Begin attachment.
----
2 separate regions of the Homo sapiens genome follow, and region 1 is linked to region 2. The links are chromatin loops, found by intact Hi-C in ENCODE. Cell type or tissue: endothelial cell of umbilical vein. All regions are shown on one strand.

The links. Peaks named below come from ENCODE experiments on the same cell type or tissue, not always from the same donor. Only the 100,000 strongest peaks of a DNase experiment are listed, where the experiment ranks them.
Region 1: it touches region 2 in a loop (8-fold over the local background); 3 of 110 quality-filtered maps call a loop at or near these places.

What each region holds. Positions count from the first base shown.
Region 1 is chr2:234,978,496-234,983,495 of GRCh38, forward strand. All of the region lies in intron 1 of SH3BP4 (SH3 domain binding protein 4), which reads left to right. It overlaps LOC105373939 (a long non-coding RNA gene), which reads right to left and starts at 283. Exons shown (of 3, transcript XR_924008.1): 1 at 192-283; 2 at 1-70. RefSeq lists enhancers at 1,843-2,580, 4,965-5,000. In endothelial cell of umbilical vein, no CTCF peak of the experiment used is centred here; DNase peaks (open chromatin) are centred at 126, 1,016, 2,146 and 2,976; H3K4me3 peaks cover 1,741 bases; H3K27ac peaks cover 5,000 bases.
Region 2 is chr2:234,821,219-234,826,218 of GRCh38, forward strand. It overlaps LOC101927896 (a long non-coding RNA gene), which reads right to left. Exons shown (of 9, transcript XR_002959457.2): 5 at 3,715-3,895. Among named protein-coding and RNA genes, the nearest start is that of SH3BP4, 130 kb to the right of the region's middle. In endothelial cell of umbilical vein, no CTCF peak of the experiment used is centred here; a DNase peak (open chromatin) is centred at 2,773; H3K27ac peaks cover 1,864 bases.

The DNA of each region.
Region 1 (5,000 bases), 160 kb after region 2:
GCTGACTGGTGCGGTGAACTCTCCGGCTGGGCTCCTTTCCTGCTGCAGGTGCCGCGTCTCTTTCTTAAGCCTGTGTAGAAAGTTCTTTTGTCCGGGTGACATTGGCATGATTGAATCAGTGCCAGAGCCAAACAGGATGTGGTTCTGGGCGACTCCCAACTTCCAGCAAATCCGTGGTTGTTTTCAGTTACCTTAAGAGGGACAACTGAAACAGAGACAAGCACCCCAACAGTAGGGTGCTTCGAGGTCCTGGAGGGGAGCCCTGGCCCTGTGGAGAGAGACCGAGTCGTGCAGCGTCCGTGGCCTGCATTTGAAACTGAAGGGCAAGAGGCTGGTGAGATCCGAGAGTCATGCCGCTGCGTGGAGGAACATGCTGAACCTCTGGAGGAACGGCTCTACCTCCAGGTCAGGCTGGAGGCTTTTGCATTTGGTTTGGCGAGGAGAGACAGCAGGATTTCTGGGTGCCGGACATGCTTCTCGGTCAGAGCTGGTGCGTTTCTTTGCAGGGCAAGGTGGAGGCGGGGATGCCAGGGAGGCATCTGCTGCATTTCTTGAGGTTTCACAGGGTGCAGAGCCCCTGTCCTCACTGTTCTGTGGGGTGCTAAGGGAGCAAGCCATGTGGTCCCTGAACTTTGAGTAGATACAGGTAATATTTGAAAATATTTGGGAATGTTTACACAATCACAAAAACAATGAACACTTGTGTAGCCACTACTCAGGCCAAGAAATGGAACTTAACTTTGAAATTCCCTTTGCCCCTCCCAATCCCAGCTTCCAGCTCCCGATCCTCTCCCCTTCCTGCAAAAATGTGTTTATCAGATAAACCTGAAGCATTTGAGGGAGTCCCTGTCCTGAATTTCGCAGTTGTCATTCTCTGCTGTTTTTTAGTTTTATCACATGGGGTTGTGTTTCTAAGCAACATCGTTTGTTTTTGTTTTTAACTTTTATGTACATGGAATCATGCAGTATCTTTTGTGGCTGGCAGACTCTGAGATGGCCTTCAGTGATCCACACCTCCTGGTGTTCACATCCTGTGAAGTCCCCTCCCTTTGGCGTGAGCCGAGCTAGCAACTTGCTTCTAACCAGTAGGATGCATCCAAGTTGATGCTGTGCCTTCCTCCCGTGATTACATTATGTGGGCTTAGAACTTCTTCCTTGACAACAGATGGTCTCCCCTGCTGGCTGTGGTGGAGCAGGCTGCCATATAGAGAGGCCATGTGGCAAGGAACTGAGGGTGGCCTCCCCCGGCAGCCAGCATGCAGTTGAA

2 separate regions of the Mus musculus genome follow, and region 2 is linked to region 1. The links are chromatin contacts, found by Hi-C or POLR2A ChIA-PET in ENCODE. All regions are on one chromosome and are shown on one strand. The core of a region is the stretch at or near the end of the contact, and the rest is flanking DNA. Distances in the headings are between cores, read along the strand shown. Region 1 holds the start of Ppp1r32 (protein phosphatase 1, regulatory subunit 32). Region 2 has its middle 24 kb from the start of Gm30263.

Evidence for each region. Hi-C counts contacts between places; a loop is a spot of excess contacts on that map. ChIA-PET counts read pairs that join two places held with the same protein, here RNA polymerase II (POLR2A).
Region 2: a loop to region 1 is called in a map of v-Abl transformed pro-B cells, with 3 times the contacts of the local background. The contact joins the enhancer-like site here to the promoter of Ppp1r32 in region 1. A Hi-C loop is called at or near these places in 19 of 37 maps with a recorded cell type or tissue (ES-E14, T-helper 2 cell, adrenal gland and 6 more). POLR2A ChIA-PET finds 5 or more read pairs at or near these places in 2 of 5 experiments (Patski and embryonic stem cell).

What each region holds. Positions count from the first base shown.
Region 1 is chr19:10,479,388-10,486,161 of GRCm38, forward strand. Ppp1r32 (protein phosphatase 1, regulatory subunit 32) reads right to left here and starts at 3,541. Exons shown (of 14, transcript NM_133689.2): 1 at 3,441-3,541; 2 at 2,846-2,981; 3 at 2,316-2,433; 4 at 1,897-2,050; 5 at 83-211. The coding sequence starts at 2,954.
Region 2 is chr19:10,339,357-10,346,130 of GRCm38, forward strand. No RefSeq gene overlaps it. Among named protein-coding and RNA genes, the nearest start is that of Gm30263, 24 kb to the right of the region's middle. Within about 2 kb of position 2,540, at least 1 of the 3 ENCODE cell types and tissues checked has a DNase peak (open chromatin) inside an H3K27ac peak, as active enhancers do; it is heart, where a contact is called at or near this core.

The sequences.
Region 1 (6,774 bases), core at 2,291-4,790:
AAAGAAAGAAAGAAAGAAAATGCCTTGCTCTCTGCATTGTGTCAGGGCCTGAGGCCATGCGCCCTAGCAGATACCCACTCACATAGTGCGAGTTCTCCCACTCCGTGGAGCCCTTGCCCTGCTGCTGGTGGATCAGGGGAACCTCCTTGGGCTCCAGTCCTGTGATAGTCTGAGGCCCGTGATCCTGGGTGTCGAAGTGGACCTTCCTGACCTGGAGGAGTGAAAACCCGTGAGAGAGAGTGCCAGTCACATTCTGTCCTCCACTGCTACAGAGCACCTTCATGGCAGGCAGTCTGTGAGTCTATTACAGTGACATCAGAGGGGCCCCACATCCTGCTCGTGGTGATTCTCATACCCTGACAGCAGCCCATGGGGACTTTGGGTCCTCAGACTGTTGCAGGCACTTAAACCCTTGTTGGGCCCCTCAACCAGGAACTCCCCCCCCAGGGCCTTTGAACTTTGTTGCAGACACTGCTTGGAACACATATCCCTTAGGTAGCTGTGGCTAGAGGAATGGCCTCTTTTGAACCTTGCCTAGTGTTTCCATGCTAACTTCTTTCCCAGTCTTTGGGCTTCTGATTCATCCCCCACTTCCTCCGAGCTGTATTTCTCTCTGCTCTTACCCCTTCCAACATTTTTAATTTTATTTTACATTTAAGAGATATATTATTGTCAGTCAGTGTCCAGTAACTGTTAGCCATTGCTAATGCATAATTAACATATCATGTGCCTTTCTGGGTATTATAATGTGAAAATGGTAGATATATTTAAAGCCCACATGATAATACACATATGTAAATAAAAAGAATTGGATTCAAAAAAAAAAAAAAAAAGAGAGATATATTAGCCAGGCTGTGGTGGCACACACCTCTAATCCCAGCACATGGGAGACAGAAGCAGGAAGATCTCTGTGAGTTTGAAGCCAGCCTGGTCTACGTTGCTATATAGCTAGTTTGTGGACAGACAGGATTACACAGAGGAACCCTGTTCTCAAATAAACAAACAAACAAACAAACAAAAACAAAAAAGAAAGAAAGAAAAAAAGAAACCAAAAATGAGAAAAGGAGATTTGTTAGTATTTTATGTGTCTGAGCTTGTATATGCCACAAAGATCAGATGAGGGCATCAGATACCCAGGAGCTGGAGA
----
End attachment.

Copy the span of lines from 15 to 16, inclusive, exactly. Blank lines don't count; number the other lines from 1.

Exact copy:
Region 2 is chr19:10,339,357-10,346,130 of GRCm38, forward strand. No RefSeq gene overlaps it. Among named protein-coding and RNA genes, the nearest start is that of Gm30263, 24 kb to the right of the region's middle. Within about 2 kb of position 2,540, at least 1 of the 3 ENCODE cell types and tissues checked has a DNase peak (open chromatin) inside an H3K27ac peak, as active enhancers do; it is heart, where a contact is called at or near this core.

The sequences.